Training Tuesdays: Tracking around corners and heeling in the front yard

German Shepherd puppy wearing a graduation cap and looking at camera

Last week I strengthened my resolve to treat Milo like the smart and accomplished fellow that he is, which is a challenge because he will always be my fuzzy-pants, darling baby.

But, I managed to set the bar high and he leaped right over it (mostly).

Tracking. I worked him on tracks that were about 200-paces long with two corners and two articles. Milo the AwesomeDog earned his name on the corners–he corners like he’s on rails! I was so proud of him.

We stumbled a little bit over rewards on the track though. I drop kibble on the track every 5 to 10 steps. On the 10-step intervals, Milo tended to swerve off the track and sniff around. I suspect he was concerned that he missed a piece of kibble–his combination of intelligence and gluttony led to an occasional screwball performance.

When he did this I stood still and let him work. He always got back on track. I contemplated correcting him because we have a ‘no personal sniffing’ rule, which he might have been breaking. But I held off to give him a chance to figure this out on his own.  Milo takes joy in sniffing. I want to be the person who helps him flourish as a sniffer, not the person who scolds him for sniffing poorly.

german shepherd dog on a brown lawn walking around a corner with his nose on the ground

My friend Jess caught this pic of Milo on a corner.
I’m at the other end of that yellow leash.


Focused heeling. Why should Milo’s middle name be Heisenberg? Because by observing him in heel position I knock him out of heel position. Hahahahahaha.

Ok, so the joke isn’t funny. And gets the quantum mechanics wrong. Everyone’s a critic. Whatever.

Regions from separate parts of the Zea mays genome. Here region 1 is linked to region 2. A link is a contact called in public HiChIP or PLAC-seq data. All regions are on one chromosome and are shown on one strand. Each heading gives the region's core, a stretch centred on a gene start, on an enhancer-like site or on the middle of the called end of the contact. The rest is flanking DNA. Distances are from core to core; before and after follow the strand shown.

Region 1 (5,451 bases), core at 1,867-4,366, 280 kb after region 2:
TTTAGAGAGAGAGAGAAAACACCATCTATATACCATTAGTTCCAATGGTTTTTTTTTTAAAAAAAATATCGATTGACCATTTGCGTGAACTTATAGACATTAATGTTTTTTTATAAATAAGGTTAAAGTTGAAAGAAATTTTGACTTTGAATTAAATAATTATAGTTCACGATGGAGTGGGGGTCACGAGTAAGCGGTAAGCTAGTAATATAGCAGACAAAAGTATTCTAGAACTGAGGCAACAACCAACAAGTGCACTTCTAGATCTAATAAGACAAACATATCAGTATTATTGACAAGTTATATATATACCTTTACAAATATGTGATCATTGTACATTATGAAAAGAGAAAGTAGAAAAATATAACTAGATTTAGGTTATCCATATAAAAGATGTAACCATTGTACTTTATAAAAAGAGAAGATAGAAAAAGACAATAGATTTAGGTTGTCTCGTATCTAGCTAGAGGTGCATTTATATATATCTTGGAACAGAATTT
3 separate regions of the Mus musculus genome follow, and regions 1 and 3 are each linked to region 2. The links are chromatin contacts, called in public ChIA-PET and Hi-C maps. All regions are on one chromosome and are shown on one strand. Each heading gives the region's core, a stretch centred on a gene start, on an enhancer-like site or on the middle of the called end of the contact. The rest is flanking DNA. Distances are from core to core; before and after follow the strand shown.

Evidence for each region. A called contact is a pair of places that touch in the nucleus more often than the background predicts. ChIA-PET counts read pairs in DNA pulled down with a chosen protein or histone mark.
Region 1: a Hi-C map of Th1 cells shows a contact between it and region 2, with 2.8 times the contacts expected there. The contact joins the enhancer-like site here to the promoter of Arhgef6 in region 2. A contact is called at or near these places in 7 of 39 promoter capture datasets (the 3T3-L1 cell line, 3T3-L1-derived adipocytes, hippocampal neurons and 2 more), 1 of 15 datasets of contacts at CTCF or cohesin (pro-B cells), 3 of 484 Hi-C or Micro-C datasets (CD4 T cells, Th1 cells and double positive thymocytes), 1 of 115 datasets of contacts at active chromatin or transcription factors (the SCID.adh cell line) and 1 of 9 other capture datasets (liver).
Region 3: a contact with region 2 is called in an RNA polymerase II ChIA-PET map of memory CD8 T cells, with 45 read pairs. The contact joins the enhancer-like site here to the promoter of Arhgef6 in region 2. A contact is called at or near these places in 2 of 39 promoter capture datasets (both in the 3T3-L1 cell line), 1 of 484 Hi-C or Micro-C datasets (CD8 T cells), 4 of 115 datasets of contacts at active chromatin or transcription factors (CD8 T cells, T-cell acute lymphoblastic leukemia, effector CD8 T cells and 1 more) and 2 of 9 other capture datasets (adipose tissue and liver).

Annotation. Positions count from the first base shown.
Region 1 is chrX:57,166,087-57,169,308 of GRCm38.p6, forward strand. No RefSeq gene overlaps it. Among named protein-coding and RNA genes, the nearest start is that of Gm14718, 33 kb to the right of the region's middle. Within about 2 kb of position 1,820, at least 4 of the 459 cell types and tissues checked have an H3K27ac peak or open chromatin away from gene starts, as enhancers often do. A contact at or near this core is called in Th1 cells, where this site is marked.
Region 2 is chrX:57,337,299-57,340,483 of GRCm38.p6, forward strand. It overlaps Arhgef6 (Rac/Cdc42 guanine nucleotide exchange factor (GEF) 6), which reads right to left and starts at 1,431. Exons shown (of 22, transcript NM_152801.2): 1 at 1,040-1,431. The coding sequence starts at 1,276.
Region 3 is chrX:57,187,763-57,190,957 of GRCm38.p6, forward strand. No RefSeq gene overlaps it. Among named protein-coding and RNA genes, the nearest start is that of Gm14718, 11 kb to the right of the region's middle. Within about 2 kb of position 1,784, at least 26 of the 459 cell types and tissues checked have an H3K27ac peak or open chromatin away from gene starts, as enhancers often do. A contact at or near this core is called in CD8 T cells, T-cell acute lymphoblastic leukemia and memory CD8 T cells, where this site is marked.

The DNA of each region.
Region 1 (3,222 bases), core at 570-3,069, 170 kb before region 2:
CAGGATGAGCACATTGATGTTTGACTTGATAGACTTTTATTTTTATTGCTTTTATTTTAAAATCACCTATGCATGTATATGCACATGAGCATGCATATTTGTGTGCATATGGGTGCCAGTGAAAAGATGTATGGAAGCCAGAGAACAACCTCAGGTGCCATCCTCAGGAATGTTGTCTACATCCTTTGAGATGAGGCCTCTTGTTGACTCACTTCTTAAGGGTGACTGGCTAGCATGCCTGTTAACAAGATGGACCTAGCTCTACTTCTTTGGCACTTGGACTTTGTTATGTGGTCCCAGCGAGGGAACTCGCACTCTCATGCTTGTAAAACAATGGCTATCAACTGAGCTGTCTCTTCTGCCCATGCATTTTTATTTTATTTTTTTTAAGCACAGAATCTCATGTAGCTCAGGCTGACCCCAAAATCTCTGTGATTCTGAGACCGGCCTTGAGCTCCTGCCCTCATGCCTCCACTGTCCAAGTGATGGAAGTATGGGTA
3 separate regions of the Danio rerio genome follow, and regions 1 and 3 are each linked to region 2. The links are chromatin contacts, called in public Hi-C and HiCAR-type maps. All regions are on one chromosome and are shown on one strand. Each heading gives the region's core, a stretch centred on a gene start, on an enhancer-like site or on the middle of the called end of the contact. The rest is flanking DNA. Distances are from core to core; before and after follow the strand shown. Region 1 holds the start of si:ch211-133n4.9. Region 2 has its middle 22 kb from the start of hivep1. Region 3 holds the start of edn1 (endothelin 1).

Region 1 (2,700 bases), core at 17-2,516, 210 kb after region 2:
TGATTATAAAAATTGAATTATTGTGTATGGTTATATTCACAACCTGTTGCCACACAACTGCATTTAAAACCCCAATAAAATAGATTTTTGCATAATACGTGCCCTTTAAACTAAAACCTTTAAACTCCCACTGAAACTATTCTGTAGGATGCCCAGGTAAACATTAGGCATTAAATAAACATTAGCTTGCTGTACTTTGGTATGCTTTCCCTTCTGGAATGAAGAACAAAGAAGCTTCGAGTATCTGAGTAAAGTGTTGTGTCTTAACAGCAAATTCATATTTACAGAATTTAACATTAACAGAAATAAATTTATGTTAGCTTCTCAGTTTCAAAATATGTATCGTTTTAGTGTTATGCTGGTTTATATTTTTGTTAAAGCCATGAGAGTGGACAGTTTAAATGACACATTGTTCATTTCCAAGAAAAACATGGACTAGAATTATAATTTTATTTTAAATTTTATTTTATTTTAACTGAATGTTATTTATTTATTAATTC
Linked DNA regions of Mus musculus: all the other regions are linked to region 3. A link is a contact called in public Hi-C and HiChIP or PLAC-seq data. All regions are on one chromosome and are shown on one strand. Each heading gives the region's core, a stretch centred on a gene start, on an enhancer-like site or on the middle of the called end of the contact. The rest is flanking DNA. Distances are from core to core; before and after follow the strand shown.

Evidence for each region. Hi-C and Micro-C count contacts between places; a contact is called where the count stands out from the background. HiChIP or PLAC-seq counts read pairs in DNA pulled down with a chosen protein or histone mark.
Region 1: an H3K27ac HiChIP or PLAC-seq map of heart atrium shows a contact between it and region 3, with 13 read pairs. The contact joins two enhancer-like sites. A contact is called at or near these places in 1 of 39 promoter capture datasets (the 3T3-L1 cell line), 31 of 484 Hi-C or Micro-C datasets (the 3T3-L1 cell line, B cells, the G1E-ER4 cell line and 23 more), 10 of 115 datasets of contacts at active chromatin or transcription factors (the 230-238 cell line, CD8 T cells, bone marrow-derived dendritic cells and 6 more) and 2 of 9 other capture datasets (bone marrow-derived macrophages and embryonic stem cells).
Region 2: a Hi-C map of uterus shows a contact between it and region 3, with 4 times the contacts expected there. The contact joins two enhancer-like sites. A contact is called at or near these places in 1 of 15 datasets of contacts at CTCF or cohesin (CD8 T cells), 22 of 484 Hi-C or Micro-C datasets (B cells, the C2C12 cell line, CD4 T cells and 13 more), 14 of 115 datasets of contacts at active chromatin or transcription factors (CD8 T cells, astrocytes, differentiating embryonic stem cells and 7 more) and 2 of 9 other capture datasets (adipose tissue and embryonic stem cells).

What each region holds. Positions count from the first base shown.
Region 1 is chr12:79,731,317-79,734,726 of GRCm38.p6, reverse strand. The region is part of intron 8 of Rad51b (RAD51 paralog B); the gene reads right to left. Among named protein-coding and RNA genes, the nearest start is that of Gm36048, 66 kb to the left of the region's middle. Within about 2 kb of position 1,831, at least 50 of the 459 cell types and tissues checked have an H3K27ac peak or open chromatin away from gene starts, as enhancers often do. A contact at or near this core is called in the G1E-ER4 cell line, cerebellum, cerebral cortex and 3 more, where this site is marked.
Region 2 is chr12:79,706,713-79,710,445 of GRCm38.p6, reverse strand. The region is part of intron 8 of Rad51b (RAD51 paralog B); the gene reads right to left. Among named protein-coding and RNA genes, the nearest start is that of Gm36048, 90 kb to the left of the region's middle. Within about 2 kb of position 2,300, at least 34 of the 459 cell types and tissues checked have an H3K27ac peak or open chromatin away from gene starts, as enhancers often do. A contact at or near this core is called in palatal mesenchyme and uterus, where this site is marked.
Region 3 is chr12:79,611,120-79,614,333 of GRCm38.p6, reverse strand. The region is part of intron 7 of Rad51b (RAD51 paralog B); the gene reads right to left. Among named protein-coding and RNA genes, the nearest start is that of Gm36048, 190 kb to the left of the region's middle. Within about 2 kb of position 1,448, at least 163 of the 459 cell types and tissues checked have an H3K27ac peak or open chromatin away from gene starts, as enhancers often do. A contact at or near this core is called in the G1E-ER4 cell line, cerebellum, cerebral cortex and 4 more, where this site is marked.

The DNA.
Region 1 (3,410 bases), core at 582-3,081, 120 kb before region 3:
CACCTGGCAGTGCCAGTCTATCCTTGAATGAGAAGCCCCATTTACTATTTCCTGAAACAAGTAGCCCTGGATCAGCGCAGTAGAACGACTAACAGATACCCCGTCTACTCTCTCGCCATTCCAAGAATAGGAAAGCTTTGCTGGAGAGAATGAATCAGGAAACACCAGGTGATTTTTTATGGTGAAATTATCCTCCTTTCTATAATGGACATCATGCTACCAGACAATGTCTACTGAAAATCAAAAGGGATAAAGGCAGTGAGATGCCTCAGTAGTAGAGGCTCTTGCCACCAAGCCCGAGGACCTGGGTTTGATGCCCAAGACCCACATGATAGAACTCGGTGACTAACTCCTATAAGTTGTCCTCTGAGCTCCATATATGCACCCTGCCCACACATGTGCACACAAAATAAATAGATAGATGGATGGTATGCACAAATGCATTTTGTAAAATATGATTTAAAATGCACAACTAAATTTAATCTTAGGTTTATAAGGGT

Here’s the deal. In the house, Milo sits in perfect heel position. Anywhere else he sits about six inches too far away and at a weird angle, and he tends to glance away at butterflies and buzzing bees. In those distracting situations, I have to pay close attention and reward him like crazy when he gets it exactly right.

But, for me to know if he is getting it exactly right I have to look at him. And when I twist my body so that I can see him, I push him out of position. By observing him, I move him out of the position I want to observe him in. (You’re welcome. Jokes are always so much funnier when you explain them.)

Luckily I’m resourceful enough to work around the AwesomeDog Uncertainty Principle (eat your heart out quantum mechanics). I bought a few big cheap mirrors that I can use to observe Milo without compromising my own position. By leaning a mirror against my house, another against a tree, and a third against my car, I can observe Milo and reward him when he’s got it exactly right. Yes, it looks bizarre, but Milo is doing really well and that’s what matters.

Just a quick update on our two other goals. We’ve been attending Rally class, which is fine, and working on Milo’s attitude toward nail trims, which is still going slowly. I’ll have more to say about these projects in later posts.

Our goals for this week are simple: more of the same.

Cheers!

Training Tuesdays: April 24, 2018, Milo needs a challenge

Hi fans! This is a short post because it’s grading season, and I’m up to my eyebrows with student work from my Philosophy 271: Animals in our Lives and Philosophy 458/673: Feminism, Bodies and Biology classes. I had the pleasure of working with two groups of fabulous students and so the grading is not that bad. But, holy smokes, is there ever a lot of it.

I had an epiphany this week—I’ve been treating Milo like a baby and he’s bored. I was so focused on splitting his training tasks into tiny pieces that I was slowing him down and frustrating him.

I had this epiphany because my friend Liz said, “Carla, you need to give him more difficult things to do.” Does it count as an epiphany if someone straight out tells you something? Probably not technically, but this week had an ‘epiphany-feel’ about it.